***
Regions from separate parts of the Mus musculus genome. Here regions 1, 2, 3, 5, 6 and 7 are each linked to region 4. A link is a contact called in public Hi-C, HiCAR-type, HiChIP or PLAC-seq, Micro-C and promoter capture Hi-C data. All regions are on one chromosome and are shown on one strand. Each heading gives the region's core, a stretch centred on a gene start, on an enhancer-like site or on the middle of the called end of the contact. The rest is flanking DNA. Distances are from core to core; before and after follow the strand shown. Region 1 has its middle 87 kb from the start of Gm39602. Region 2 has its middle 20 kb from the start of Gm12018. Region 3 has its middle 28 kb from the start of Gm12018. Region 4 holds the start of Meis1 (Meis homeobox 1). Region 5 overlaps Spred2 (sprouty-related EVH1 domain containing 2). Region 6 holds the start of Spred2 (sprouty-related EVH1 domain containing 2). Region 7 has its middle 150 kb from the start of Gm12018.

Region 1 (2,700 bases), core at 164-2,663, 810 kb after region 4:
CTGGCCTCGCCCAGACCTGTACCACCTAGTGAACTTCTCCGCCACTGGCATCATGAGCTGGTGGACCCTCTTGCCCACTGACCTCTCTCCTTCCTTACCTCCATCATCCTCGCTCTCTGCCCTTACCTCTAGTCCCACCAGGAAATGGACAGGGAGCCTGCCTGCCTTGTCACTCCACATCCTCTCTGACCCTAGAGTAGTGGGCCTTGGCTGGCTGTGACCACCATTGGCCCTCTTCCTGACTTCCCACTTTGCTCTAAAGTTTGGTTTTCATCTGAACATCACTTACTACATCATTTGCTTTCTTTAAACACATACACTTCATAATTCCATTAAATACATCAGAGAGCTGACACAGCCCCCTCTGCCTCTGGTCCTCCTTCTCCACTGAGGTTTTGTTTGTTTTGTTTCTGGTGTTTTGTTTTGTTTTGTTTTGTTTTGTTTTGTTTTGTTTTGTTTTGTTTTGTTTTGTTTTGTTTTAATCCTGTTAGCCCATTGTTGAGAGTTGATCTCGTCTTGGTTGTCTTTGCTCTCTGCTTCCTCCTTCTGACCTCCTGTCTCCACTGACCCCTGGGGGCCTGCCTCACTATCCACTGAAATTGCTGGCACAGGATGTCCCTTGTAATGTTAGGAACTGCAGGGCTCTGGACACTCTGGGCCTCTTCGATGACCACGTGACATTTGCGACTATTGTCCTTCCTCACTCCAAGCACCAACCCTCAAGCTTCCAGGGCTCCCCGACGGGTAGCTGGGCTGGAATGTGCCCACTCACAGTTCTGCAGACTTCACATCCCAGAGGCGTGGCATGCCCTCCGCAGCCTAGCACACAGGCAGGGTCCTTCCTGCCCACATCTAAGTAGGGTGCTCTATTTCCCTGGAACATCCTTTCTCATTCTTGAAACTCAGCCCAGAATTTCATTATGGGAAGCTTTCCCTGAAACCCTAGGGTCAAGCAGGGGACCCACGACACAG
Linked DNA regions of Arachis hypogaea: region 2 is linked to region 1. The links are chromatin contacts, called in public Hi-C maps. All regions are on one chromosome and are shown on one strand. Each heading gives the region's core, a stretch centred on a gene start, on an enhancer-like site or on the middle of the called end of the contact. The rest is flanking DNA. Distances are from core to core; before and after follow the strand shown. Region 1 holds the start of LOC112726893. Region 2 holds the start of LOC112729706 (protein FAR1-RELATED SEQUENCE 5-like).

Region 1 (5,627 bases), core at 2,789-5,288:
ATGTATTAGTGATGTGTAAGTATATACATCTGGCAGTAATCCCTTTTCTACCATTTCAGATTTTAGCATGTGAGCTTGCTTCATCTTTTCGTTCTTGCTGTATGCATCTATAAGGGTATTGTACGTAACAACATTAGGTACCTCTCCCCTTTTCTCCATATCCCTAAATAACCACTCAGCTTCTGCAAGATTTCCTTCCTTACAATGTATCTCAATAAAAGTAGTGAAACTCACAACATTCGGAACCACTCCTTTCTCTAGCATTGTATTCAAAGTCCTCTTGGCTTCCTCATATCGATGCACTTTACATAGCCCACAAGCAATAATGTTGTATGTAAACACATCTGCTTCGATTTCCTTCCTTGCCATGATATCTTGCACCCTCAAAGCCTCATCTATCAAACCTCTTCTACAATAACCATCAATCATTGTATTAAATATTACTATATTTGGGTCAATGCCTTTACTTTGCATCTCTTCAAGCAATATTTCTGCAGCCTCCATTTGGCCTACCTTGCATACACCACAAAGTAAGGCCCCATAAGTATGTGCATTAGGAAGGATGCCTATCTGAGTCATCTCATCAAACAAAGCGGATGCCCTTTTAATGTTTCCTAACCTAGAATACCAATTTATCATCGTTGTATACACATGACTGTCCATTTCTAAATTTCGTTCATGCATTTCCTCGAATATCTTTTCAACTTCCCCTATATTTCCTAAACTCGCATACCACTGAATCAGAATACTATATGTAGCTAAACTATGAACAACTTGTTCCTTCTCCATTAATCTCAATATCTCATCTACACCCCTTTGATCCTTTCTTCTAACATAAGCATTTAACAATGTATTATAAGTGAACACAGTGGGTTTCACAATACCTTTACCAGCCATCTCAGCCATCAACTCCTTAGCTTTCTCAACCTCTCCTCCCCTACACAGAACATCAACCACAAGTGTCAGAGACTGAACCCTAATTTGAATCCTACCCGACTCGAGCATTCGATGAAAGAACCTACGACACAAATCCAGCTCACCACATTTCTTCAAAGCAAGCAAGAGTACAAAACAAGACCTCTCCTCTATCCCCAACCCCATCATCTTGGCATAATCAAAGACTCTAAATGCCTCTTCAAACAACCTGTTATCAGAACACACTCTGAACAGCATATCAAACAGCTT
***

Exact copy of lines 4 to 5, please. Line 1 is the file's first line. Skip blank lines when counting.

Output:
Linked DNA regions of Arachis hypogaea: region 2 is linked to region 1. The links are chromatin contacts, called in public Hi-C maps. All regions are on one chromosome and are shown on one strand. Each heading gives the region's core, a stretch centred on a gene start, on an enhancer-like site or on the middle of the called end of the contact. The rest is flanking DNA. Distances are from core to core; before and after follow the strand shown. Region 1 holds the start of LOC112726893. Region 2 holds the start of LOC112729706 (protein FAR1-RELATED SEQUENCE 5-like).

Region 1 (5,627 bases), core at 2,789-5,288: